Dissecting the Siemens Open Library: Configuring Multiple Items On a Faceplate Using a UDT

Dissecting the Siemens Open Library: Configuring Multiple Items On a Faceplate Using a UDT

The Siemens Open Library is a great resource that includes many commonly used Function Blocks and Faceplates. However, every project is different and customer requirements sometimes necessitate changes or the creation of new things. In the Dissecting the Siemens Open Library Series (this is the first post), I plan to break down some of the methods used by the Open Library to make configuration quick and easy.

One thing that the Open Library does really well is it allows for the configuration of a large number of items on a faceplate using a single User Defined Type (over 20 for the G120 faceplate). The documentation in the Open Library discusses how to make changes to the library, but this example will go over how to create one from scratch. The Function Block I make in this example is very simple, as that is not the main point, but the principles scale for larger user-defined types, more complicated logic, and bigger HMI Faceplates.

In this example, we will be making a new UDT, Function Block, and Faceplate. We are using a 1516-3 and a TP900, though the same principle applies to S7-300, S7-400, S7-1200, and S7-1500 PLCs. If using an S7-300 or S7-400, there are some extra steps, and this functionality is not supported on a Basic Panel. 

To demonstrate the methods, this blog will create a pump runtime hours counter with an HMI display. It will display pump runtime hours, allow a reset from the HMI, and display a last reset time. Overall this is fairly simple, but the concept applies to much larger items (like the Siemens Open Library G120 VFDs for example).

This is not a step-by-step guide, but rather an overview of the concepts. If anything is unclear, please leave a comment on the blog and I'll do my best to answer!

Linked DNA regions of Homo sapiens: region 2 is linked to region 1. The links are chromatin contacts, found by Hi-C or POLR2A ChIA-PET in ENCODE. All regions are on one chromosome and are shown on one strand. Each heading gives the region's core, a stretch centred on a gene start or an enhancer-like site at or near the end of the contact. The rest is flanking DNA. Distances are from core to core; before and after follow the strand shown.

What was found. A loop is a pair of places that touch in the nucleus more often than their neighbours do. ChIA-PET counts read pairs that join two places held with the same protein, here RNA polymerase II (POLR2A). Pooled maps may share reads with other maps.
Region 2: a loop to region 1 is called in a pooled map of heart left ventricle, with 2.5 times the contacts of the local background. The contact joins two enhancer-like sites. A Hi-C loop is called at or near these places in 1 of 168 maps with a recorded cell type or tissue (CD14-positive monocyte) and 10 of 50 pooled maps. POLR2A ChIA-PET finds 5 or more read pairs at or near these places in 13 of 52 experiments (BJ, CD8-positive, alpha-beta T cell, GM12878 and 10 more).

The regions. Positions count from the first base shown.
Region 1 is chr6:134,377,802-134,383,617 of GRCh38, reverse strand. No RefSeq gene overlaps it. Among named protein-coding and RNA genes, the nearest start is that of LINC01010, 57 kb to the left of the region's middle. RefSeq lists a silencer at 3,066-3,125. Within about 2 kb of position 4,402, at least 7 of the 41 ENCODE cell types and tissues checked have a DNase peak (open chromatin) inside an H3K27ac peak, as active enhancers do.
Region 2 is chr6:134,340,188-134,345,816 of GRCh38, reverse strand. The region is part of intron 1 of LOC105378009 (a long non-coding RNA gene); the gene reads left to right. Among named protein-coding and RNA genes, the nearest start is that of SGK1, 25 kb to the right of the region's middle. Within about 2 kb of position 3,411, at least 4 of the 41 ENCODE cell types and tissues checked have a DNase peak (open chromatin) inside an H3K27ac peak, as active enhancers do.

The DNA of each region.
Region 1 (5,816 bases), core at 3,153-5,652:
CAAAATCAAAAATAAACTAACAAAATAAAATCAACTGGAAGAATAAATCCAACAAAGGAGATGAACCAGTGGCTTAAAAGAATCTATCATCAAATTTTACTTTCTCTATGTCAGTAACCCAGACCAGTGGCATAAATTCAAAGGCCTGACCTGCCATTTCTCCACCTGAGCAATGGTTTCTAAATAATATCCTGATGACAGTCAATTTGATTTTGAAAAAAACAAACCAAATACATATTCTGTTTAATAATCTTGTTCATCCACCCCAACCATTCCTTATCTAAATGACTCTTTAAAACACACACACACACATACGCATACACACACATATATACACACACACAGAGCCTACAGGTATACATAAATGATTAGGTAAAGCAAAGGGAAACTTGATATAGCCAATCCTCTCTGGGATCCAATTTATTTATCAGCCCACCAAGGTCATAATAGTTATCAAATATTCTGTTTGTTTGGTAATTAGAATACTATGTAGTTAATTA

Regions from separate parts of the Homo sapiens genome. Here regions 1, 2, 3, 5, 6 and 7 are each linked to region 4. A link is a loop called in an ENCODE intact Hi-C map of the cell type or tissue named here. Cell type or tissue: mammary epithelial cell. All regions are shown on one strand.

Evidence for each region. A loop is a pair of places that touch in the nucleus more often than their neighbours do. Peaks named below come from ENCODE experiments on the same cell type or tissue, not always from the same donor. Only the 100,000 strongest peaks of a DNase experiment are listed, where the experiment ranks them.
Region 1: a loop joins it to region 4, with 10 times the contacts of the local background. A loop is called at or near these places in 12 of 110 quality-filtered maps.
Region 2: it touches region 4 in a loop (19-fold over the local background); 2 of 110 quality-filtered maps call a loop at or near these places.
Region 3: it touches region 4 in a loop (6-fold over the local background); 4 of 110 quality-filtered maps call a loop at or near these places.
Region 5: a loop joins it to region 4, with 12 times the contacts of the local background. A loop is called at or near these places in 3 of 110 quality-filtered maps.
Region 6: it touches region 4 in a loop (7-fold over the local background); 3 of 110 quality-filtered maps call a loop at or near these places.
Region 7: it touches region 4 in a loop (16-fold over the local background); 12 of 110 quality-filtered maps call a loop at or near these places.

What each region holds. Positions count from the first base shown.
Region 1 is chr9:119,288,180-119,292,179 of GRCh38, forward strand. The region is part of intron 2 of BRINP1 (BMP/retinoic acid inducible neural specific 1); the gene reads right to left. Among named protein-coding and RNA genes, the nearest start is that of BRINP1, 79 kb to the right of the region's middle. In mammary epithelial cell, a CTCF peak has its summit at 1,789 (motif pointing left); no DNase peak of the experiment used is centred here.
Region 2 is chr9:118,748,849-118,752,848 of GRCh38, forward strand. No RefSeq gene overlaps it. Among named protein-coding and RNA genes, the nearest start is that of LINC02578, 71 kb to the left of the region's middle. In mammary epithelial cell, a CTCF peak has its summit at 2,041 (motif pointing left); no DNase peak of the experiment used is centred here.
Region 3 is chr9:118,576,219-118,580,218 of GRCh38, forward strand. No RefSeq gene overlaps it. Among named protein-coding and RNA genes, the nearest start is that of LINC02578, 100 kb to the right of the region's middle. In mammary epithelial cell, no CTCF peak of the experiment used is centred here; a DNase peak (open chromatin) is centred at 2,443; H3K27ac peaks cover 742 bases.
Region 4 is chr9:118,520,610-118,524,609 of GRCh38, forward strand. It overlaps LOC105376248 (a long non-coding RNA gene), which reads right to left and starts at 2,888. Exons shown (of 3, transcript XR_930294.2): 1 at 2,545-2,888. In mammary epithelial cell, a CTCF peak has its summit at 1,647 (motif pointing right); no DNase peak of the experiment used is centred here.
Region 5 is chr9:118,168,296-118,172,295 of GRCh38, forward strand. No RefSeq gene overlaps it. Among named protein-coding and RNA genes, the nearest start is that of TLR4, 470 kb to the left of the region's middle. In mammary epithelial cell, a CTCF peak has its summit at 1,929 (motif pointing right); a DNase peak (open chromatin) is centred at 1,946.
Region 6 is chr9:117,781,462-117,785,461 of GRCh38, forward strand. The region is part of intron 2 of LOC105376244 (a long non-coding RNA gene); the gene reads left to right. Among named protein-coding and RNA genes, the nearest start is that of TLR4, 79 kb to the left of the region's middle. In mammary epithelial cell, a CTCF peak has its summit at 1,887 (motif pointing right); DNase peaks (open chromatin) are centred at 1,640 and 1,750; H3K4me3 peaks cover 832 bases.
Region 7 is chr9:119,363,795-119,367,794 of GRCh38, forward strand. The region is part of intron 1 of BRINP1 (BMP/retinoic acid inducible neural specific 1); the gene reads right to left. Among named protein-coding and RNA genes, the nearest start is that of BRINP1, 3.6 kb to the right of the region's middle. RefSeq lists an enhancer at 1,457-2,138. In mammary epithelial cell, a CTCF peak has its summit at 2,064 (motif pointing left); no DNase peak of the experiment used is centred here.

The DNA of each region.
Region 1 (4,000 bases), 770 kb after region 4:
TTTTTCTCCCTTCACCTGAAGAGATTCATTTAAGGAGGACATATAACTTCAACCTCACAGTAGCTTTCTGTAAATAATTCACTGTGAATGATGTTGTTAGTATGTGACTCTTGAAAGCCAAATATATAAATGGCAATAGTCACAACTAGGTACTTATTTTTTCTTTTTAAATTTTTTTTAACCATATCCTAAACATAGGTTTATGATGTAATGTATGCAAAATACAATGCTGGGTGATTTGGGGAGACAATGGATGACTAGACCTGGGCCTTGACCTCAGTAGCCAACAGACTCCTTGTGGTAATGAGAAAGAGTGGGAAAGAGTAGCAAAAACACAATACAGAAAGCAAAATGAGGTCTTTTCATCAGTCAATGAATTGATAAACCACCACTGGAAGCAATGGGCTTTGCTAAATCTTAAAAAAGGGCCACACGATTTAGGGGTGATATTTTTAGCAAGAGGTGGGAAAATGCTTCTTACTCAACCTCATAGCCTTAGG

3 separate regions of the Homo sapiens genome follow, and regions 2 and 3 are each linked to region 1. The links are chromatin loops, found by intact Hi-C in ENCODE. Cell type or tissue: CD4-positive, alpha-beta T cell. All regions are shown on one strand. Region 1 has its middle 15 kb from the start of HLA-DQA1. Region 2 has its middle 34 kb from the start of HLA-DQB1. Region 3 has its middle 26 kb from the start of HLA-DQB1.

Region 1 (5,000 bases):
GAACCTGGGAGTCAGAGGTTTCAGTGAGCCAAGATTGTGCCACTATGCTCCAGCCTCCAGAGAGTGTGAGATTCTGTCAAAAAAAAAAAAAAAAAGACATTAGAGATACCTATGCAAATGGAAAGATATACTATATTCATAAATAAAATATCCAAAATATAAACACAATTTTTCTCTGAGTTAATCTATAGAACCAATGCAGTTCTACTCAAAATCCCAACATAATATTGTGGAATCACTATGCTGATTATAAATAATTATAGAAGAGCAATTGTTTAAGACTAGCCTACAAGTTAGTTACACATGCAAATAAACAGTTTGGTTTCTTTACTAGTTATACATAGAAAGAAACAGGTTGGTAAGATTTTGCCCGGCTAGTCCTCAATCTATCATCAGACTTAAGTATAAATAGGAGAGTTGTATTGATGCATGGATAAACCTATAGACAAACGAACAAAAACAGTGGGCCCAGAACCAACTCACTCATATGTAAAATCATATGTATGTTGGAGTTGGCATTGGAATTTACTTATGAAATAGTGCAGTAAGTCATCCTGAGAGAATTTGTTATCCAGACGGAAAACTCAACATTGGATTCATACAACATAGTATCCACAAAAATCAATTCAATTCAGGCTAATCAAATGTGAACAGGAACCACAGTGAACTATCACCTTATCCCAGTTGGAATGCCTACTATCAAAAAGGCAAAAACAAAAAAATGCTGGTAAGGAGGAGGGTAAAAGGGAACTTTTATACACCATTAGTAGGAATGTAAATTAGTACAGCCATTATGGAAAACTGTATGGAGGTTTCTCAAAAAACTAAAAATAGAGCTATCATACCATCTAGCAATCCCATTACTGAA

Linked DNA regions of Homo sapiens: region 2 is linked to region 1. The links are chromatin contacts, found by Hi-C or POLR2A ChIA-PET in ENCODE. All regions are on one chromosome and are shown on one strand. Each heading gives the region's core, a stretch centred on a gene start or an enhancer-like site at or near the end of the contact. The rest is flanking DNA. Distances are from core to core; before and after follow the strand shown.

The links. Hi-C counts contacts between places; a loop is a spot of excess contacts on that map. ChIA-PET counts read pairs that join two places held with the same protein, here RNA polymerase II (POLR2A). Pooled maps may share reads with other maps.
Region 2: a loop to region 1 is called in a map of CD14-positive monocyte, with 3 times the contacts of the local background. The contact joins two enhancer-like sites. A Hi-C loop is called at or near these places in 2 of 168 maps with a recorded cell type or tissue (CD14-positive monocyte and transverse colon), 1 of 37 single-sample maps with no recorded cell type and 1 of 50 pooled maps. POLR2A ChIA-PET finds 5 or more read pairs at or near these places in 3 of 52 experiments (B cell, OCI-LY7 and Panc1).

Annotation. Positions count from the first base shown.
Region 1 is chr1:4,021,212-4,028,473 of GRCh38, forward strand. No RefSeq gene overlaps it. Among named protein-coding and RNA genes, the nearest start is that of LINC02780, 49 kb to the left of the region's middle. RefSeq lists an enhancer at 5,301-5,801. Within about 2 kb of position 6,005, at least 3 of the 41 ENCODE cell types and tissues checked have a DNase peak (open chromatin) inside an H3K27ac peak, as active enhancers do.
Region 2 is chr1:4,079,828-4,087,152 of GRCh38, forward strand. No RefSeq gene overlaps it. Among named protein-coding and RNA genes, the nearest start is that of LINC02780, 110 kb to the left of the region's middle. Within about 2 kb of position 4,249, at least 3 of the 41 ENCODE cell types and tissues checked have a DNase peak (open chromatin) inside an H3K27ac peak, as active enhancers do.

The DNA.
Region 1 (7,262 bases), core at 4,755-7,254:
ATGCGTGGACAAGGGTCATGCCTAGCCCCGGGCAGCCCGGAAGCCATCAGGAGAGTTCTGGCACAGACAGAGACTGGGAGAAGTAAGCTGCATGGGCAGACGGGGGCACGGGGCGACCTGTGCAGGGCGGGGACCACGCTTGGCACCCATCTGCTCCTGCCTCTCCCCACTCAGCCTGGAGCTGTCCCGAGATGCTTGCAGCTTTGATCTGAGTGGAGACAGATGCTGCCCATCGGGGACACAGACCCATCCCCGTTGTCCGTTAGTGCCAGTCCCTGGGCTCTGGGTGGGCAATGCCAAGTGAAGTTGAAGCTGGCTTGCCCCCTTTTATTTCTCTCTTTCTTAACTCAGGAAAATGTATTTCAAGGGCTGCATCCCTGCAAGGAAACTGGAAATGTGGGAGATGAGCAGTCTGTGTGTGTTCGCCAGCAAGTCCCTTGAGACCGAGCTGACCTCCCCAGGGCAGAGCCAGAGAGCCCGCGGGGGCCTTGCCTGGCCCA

Step 0
Create your project with a PLC and HMI.

Step 1
Create your UDT on the PLC. This should include all of the items you will need on the HMI.

If you are using an S7-300 or an S7-400, you should make this UDT on an S7-1500 PLC. To do this, just add in an S7-1500 PLC and create the UDT. You will put it into your S7-300 PLC later (after you added it to the project library). This is a really important step, as any UDTs created on a 300 or 400 cannot be used on an HMI, and it is a pain to figure out what is going on!

To keep with Open Library naming standards, we are calling this UDT udtHMI_PumpRunHours.

Creating a User Defined Type (UDT)

Step 2
Add the UDT to the project Library Types. This is accomplished by dragging and dropping it from your project to the Project Library.

Adding UDT to the Project Library

Setting UDT Library Properties

Step 3
Add a new function block, and add the UDT to the IN/OUT section of the device (as well as any other inputs or outputs).

Creating a Function Block

Setting up inputs and outputs for a function block

Step 4
Write your PLC logic. 

Network 1: Comment Rung
Network 2: Using fcHMIBit as provided by the Siemens Open Library to read an HMI bit (it is overkill here, but is done to maintain commonality)
Network 3: Using the FB input to control the Push Button Enable on the faceplate
Network 4: Comment Rung
Network 5: Logic for resetting the time
Network 6: Timer used to elapse 1/10th of an hour (6 min)
Network 7: Adding time to elapsed time every time the timer elapses
Network 8: Resetting time and last reset time
Network 9: Comment Rung
Network 10: Populating the Function Block Outputs

Writing function block logic

How to write function block logic

Screenshot of Networks 7, 8, and

Writing function block logic 
Step 5
Add your Function Block into your library by dragging and dropping it into the Project Library.

Adding a function block to a project library 
Step 6
Call your Function Block and create a place to store the User Defined Type.

In this example, we will call our Function Block in FB510, which is the ‘Water System’ in the Siemens Open Library, and store our UDT in dbWaterSystem.